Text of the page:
In one episode, Hannah’s holding a dinner party for friends, the kind of dinner party you hold when you’re in your twenties and still have roommates and your apartment is tiny and adding fairy lights and matching chairs makes you feel like you’ve really spruced the place up. The party falls apart around her ears, as all the guests are awful to each other or themselves or storm off or whatnot, and through it all, Hannah’s really trying to be calm and collected and a grown up – she keeps serving food, and talking calmly about the upset as if it doesn’t matter, and then there’s this one moment when you see her with the dessert, a bundt cake (a bundt cake!), and a fork, and she’s just eating it, her enormous brown eyes looking up at the insanity around her, and I just want to say: I loved that moment so much I wanted to give it a hug.
In last week’s Patrick Wilson episode, the affair starts to fall apart when Hannah starts to reveal more of herself than she has heretofore, the side of her (which is kind of All Of Her) which insists that she gather life experiences, the weirder the better, in order to write novels about Life later.
If you’re watching closely, you’ll see the moment it happens: Hannah says something about possibly being touched inappropriately as a toddler, and Joshua, trying to connect with her, reveals that he “let someone touch my penis” when he was nine — and Hannah poo-poos it, because he “let it happen” and she didn’t have a choice. Patrick Wilson’s face reveals it all, the attempt to understand, the instant distancing when someone rejects your (likely pretty painful) story, the desire to not have this be happening, and that’s it: He’s gone. And then she drives the final nail when she insists on calling him “Josh,” which he’s repeatedly asked her not to call him. Everything else she says in that moment is more of the same, and it really is who she is (at least in this moment of her life): a person so busy trying to see her own life that she can’t be bothered to really see anyone else’s. Sometimes this leads to humor (Girls is a comedy, after all), and sometimes it leads to that kind of painful moment, where I literally had to cover my eyes.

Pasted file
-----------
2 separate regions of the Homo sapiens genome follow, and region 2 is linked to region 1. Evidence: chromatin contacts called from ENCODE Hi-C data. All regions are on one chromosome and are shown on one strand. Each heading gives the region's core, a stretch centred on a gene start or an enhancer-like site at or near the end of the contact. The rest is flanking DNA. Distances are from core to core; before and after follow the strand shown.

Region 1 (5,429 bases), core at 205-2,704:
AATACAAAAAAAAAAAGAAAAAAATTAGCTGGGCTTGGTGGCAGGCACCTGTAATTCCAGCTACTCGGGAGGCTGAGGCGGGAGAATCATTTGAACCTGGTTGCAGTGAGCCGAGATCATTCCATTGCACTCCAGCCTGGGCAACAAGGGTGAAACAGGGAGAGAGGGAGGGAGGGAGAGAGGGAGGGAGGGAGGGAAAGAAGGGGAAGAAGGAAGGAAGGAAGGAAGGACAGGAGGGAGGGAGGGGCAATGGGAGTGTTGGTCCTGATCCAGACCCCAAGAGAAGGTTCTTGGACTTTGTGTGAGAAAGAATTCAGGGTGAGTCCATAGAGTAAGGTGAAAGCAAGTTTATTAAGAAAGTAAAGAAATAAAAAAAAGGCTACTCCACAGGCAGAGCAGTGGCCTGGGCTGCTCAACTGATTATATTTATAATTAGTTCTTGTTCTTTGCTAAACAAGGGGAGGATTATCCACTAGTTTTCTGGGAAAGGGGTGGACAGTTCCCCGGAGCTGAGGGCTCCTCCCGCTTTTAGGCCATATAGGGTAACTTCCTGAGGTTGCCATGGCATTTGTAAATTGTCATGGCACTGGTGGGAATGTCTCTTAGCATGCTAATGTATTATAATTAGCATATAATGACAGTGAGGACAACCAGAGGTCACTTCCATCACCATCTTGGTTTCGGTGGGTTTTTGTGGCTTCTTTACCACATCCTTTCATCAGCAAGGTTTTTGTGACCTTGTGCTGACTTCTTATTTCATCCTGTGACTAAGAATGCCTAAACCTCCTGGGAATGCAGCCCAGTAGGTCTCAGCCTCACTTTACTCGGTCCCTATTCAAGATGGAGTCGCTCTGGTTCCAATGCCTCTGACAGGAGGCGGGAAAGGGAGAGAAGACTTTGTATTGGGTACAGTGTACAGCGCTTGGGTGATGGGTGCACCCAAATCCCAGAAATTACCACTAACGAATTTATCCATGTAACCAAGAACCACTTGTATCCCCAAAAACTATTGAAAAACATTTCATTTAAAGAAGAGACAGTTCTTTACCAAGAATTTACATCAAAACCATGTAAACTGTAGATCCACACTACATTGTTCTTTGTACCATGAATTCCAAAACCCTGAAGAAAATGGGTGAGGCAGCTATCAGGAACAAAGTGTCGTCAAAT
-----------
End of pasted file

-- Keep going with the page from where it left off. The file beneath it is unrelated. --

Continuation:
Lena Dunham’s naked body.
I’ll be brief, because (again) a lot of pixels have been spilled on this already but it boils down to this: In a world in which conventionally beautiful — nay, conventionally gorgeous — women like Beyonce, Megan Fox, and Penelope Cruz are regularly photoshopped (to see what I mean, and how ridiculous it is, click here), the vision of an un-retouched, un-butt-doubled, un-apologetic female form that does not conform to the standards set for us by someone’s photoshop version of Penelope Cruz is borderline revolutionary. It shocks the sensibilities in a way that threatens to re-wire thought, and has power in ways that I don’t think we really even know how to calculate.
And that’s what I have to say about Girls.